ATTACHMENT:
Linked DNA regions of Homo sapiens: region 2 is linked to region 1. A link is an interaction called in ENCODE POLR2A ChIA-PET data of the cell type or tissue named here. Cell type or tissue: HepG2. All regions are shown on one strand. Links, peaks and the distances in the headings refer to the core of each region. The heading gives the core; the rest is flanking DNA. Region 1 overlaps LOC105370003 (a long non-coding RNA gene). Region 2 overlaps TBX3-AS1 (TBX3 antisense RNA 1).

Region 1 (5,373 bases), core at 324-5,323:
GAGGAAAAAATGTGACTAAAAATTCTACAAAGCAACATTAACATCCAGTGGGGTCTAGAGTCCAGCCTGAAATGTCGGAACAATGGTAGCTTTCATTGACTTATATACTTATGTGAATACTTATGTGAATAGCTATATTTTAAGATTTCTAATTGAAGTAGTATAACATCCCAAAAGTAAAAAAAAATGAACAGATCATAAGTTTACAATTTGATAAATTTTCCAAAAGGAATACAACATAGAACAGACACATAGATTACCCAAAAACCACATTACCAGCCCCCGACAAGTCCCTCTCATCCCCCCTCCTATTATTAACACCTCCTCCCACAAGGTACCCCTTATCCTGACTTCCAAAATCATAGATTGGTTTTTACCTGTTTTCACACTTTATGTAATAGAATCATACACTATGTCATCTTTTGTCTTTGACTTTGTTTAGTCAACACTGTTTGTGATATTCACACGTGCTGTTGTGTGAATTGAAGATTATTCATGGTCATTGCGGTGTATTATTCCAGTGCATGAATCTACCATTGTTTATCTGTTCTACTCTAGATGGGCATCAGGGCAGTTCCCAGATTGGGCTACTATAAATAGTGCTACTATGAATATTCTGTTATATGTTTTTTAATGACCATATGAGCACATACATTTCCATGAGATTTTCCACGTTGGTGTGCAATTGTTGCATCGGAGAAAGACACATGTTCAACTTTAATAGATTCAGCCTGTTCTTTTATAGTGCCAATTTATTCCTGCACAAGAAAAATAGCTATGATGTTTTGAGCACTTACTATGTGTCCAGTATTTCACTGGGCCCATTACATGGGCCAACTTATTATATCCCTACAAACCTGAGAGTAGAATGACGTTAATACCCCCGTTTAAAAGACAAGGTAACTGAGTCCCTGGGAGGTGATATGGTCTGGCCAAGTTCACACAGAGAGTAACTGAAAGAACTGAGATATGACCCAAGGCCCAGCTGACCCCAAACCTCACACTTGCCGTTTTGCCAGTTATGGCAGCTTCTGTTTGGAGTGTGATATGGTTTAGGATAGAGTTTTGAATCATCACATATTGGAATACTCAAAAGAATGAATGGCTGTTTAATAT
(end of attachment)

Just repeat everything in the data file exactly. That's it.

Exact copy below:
Linked DNA regions of Homo sapiens: region 2 is linked to region 1. A link is an interaction called in ENCODE POLR2A ChIA-PET data of the cell type or tissue named here. Cell type or tissue: HepG2. All regions are shown on one strand. Links, peaks and the distances in the headings refer to the core of each region. The heading gives the core; the rest is flanking DNA. Region 1 overlaps LOC105370003 (a long non-coding RNA gene). Region 2 overlaps TBX3-AS1 (TBX3 antisense RNA 1).

Region 1 (5,373 bases), core at 324-5,323:
GAGGAAAAAATGTGACTAAAAATTCTACAAAGCAACATTAACATCCAGTGGGGTCTAGAGTCCAGCCTGAAATGTCGGAACAATGGTAGCTTTCATTGACTTATATACTTATGTGAATACTTATGTGAATAGCTATATTTTAAGATTTCTAATTGAAGTAGTATAACATCCCAAAAGTAAAAAAAAATGAACAGATCATAAGTTTACAATTTGATAAATTTTCCAAAAGGAATACAACATAGAACAGACACATAGATTACCCAAAAACCACATTACCAGCCCCCGACAAGTCCCTCTCATCCCCCCTCCTATTATTAACACCTCCTCCCACAAGGTACCCCTTATCCTGACTTCCAAAATCATAGATTGGTTTTTACCTGTTTTCACACTTTATGTAATAGAATCATACACTATGTCATCTTTTGTCTTTGACTTTGTTTAGTCAACACTGTTTGTGATATTCACACGTGCTGTTGTGTGAATTGAAGATTATTCATGGTCATTGCGGTGTATTATTCCAGTGCATGAATCTACCATTGTTTATCTGTTCTACTCTAGATGGGCATCAGGGCAGTTCCCAGATTGGGCTACTATAAATAGTGCTACTATGAATATTCTGTTATATGTTTTTTAATGACCATATGAGCACATACATTTCCATGAGATTTTCCACGTTGGTGTGCAATTGTTGCATCGGAGAAAGACACATGTTCAACTTTAATAGATTCAGCCTGTTCTTTTATAGTGCCAATTTATTCCTGCACAAGAAAAATAGCTATGATGTTTTGAGCACTTACTATGTGTCCAGTATTTCACTGGGCCCATTACATGGGCCAACTTATTATATCCCTACAAACCTGAGAGTAGAATGACGTTAATACCCCCGTTTAAAAGACAAGGTAACTGAGTCCCTGGGAGGTGATATGGTCTGGCCAAGTTCACACAGAGAGTAACTGAAAGAACTGAGATATGACCCAAGGCCCAGCTGACCCCAAACCTCACACTTGCCGTTTTGCCAGTTATGGCAGCTTCTGTTTGGAGTGTGATATGGTTTAGGATAGAGTTTTGAATCATCACATATTGGAATACTCAAAAGAATGAATGGCTGTTTAATAT